The government is continually making light of the principles of Japan's system for administering public records. In the most recent example, documents submitted to the Diet in relation to a controversial cherry blossom-viewing party held annually by the prime minister were partially whited out, hiding information from the Diet. The records system needs a complete overhaul.
In late 2017, the Cabinet of Prime Minister Shinzo Abe revised guidelines on the administration of public documents. The changes were sparked by the favoritism scandals involving school operators Moritomo Gakuen and Kake Educational Institution, in which the discarding of and alteration of documents came to light in quick succession.
The revisions restricted cases in which public documents could be retained for less than a year. Permission to keep records for less than a year was supposed to be given as an exception, and to be restricted to documents where this was warranted.
The Cabinet Office, however, recently altered the preservation period for lists of people invited to the taxpayer-funded cherry-blossom viewing parties so they could be discarded in under a year, on the grounds that the documents warranted an exception. No one can be blamed for thinking that the administration's move to permit exceptions was merely a loophole created in advance by the government allowing it to dispose of inconvenient documents.
The Public Records and Archives Management Act describes public records as an "intellectual resource to be shared by the people in supporting the basis of sound democracy." But under the current administration, such principles have been trampled upon.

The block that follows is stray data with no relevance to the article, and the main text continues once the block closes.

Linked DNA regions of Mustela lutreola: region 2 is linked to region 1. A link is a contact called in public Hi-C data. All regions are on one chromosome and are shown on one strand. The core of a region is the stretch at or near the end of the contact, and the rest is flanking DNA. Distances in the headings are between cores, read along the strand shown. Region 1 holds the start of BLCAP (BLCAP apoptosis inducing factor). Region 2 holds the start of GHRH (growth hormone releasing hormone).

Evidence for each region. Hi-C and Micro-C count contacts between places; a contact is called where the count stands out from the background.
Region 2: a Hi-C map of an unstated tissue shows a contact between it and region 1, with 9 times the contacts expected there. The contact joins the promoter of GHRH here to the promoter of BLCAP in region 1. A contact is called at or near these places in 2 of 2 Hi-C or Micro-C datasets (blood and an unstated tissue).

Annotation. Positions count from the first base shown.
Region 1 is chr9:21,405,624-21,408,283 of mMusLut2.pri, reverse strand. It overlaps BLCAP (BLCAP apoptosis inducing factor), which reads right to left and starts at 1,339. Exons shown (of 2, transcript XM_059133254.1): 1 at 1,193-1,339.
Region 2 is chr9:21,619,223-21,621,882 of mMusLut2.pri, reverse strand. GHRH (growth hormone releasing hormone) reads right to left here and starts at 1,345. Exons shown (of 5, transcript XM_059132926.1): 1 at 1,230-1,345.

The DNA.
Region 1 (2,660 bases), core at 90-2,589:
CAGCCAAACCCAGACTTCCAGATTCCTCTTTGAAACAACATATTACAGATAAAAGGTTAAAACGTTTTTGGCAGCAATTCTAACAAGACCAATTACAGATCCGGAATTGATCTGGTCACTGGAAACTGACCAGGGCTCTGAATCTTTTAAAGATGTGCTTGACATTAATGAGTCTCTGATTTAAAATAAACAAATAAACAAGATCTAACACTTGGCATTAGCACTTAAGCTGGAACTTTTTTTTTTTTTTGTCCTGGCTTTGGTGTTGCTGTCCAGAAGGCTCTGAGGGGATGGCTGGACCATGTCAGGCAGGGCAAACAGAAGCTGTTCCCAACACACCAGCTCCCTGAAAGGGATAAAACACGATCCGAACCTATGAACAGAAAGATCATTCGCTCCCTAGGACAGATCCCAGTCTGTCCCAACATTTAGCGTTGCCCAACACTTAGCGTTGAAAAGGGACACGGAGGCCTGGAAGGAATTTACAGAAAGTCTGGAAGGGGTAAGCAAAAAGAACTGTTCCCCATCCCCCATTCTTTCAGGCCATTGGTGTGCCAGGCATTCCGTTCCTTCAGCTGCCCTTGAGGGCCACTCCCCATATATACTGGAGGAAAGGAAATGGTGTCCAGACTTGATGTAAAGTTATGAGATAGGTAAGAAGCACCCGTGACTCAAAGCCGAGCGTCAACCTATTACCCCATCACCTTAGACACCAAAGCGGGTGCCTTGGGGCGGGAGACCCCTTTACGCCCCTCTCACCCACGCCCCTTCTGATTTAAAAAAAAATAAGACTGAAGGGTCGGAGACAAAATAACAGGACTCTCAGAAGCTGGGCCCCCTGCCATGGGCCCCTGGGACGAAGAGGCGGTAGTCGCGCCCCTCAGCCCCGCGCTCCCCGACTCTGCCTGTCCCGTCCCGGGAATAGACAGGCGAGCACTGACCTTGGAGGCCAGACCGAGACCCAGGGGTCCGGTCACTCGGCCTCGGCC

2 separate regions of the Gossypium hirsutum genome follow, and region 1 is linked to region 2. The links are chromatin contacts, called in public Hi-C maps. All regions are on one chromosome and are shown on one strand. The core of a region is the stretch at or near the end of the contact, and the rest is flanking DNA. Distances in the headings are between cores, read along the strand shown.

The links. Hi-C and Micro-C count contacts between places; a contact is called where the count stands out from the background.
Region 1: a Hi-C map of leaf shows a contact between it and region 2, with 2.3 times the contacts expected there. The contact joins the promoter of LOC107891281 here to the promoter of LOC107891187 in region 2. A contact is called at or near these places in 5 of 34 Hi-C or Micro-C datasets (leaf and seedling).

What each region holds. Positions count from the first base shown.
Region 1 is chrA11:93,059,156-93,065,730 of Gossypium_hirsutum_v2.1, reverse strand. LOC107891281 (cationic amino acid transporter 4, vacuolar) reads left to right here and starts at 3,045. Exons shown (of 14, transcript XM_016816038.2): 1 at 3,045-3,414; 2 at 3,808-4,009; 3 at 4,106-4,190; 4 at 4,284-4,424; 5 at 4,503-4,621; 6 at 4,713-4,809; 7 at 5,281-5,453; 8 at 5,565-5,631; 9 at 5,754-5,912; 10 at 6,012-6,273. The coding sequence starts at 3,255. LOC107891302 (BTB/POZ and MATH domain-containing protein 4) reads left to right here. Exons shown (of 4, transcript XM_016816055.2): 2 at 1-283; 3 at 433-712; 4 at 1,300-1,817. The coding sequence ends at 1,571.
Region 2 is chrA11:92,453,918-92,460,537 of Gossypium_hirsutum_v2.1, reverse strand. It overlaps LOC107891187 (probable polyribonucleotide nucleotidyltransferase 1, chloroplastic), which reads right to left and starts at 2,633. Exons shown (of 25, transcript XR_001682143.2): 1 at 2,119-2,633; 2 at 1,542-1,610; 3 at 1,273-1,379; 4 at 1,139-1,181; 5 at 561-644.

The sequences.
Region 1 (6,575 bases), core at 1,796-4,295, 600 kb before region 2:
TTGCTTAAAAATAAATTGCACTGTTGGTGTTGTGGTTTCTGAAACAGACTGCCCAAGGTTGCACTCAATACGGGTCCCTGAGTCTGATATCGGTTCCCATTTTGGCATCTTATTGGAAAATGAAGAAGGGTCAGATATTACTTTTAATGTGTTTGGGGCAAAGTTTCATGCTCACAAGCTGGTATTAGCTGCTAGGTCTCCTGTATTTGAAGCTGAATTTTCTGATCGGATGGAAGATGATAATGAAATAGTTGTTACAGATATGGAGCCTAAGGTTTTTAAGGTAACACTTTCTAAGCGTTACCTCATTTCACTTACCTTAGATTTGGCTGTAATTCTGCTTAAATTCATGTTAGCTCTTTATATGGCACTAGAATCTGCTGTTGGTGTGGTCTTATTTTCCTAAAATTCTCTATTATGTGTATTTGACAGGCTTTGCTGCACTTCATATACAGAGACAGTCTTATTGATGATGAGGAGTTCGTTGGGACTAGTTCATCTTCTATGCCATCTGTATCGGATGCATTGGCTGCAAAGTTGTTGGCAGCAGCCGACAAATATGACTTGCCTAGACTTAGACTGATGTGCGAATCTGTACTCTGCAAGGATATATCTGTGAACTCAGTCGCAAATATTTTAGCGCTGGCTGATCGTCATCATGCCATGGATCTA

First, the government should work to close the gaps in the system. It has to review the rules that allow documents to be retained for under a year, and remove any leeway for interpreting them arbitrarily.
The guidelines also require the government to create documents on discussions that have a bearing on the formation of government policy. But not even meetings between the prime minister and Cabinet ministers have been recorded. There is a need to clearly state what kinds of things should be recorded.
A stronger system of checks is also needed. The Public Records and Archives Management Commission, the National Archives of Japan and the nation's public records oversight office lack independence, or are weak when it comes to exercising their authority. Because of this they have not been able to properly carry out their roles.
Experts are seeking the establishment of a third-party authority to oversee the preservation and disposal of public records at government ministries and agencies. This body must be independent from the Cabinet, and it is essential that it has strong authority.
The government should also consider establishing punishments within the Public Records and Archives Management Act. At present, even when documents are maliciously altered, the hurdles for applying Penal Code stipulations on falsifying official documents are high.
Appropriate management of public records is a prerequisite for the government to fulfill its responsibility of providing an appropriate explanation to the public. But in Japan, an awareness of this responsibility is lacking. It is the role of politics to connect systematic reform to changes in thinking, and create a culture of preserving public documents.
Both the ruling and opposition parties must commence debate to return to the principles of the law.